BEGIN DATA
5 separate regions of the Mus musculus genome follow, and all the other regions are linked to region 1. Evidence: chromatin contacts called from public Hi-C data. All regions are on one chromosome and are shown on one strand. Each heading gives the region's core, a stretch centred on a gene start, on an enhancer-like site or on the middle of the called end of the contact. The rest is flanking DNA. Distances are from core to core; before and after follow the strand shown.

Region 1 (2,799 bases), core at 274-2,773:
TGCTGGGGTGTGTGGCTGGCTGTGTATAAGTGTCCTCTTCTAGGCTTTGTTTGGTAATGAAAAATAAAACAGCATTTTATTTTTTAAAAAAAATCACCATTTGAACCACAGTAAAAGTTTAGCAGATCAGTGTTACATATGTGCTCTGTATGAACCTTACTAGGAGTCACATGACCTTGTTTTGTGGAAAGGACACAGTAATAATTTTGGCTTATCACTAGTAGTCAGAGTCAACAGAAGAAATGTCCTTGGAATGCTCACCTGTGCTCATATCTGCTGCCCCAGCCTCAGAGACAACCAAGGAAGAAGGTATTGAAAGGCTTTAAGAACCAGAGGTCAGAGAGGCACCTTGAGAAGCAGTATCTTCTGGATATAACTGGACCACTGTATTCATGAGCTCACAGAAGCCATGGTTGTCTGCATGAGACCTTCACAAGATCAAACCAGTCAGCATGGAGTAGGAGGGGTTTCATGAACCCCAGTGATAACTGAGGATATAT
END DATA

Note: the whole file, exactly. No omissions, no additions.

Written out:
5 separate regions of the Mus musculus genome follow, and all the other regions are linked to region 1. Evidence: chromatin contacts called from public Hi-C data. All regions are on one chromosome and are shown on one strand. Each heading gives the region's core, a stretch centred on a gene start, on an enhancer-like site or on the middle of the called end of the contact. The rest is flanking DNA. Distances are from core to core; before and after follow the strand shown.

Region 1 (2,799 bases), core at 274-2,773:
TGCTGGGGTGTGTGGCTGGCTGTGTATAAGTGTCCTCTTCTAGGCTTTGTTTGGTAATGAAAAATAAAACAGCATTTTATTTTTTAAAAAAAATCACCATTTGAACCACAGTAAAAGTTTAGCAGATCAGTGTTACATATGTGCTCTGTATGAACCTTACTAGGAGTCACATGACCTTGTTTTGTGGAAAGGACACAGTAATAATTTTGGCTTATCACTAGTAGTCAGAGTCAACAGAAGAAATGTCCTTGGAATGCTCACCTGTGCTCATATCTGCTGCCCCAGCCTCAGAGACAACCAAGGAAGAAGGTATTGAAAGGCTTTAAGAACCAGAGGTCAGAGAGGCACCTTGAGAAGCAGTATCTTCTGGATATAACTGGACCACTGTATTCATGAGCTCACAGAAGCCATGGTTGTCTGCATGAGACCTTCACAAGATCAAACCAGTCAGCATGGAGTAGGAGGGGTTTCATGAACCCCAGTGATAACTGAGGATATAT